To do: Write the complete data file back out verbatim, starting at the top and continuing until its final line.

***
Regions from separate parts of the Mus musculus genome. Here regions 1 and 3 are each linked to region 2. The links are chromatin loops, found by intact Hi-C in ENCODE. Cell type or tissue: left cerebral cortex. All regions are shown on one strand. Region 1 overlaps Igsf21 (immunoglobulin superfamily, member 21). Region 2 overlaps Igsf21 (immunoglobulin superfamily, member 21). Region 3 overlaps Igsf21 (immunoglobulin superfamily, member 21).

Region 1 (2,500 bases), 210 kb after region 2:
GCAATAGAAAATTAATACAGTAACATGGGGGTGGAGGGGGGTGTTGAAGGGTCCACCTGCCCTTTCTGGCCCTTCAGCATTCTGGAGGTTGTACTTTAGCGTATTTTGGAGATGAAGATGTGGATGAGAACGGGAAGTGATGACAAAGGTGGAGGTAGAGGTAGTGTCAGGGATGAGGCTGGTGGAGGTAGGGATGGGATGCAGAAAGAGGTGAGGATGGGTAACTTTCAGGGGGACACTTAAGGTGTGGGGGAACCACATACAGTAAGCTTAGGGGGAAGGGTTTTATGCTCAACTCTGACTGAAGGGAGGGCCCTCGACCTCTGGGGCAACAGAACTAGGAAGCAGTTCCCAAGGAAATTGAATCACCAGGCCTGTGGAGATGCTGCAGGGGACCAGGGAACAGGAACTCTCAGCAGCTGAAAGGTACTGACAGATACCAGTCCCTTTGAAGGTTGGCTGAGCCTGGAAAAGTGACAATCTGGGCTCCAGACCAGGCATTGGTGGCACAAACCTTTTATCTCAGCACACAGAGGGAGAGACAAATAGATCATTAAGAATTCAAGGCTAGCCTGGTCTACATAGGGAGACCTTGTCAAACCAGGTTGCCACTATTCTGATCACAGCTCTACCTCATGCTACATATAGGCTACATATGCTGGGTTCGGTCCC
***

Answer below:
Regions from separate parts of the Mus musculus genome. Here regions 1 and 3 are each linked to region 2. The links are chromatin loops, found by intact Hi-C in ENCODE. Cell type or tissue: left cerebral cortex. All regions are shown on one strand. Region 1 overlaps Igsf21 (immunoglobulin superfamily, member 21). Region 2 overlaps Igsf21 (immunoglobulin superfamily, member 21). Region 3 overlaps Igsf21 (immunoglobulin superfamily, member 21).

Region 1 (2,500 bases), 210 kb after region 2:
GCAATAGAAAATTAATACAGTAACATGGGGGTGGAGGGGGGTGTTGAAGGGTCCACCTGCCCTTTCTGGCCCTTCAGCATTCTGGAGGTTGTACTTTAGCGTATTTTGGAGATGAAGATGTGGATGAGAACGGGAAGTGATGACAAAGGTGGAGGTAGAGGTAGTGTCAGGGATGAGGCTGGTGGAGGTAGGGATGGGATGCAGAAAGAGGTGAGGATGGGTAACTTTCAGGGGGACACTTAAGGTGTGGGGGAACCACATACAGTAAGCTTAGGGGGAAGGGTTTTATGCTCAACTCTGACTGAAGGGAGGGCCCTCGACCTCTGGGGCAACAGAACTAGGAAGCAGTTCCCAAGGAAATTGAATCACCAGGCCTGTGGAGATGCTGCAGGGGACCAGGGAACAGGAACTCTCAGCAGCTGAAAGGTACTGACAGATACCAGTCCCTTTGAAGGTTGGCTGAGCCTGGAAAAGTGACAATCTGGGCTCCAGACCAGGCATTGGTGGCACAAACCTTTTATCTCAGCACACAGAGGGAGAGACAAATAGATCATTAAGAATTCAAGGCTAGCCTGGTCTACATAGGGAGACCTTGTCAAACCAGGTTGCCACTATTCTGATCACAGCTCTACCTCATGCTACATATAGGCTACATATGCTGGGTTCGGTCCC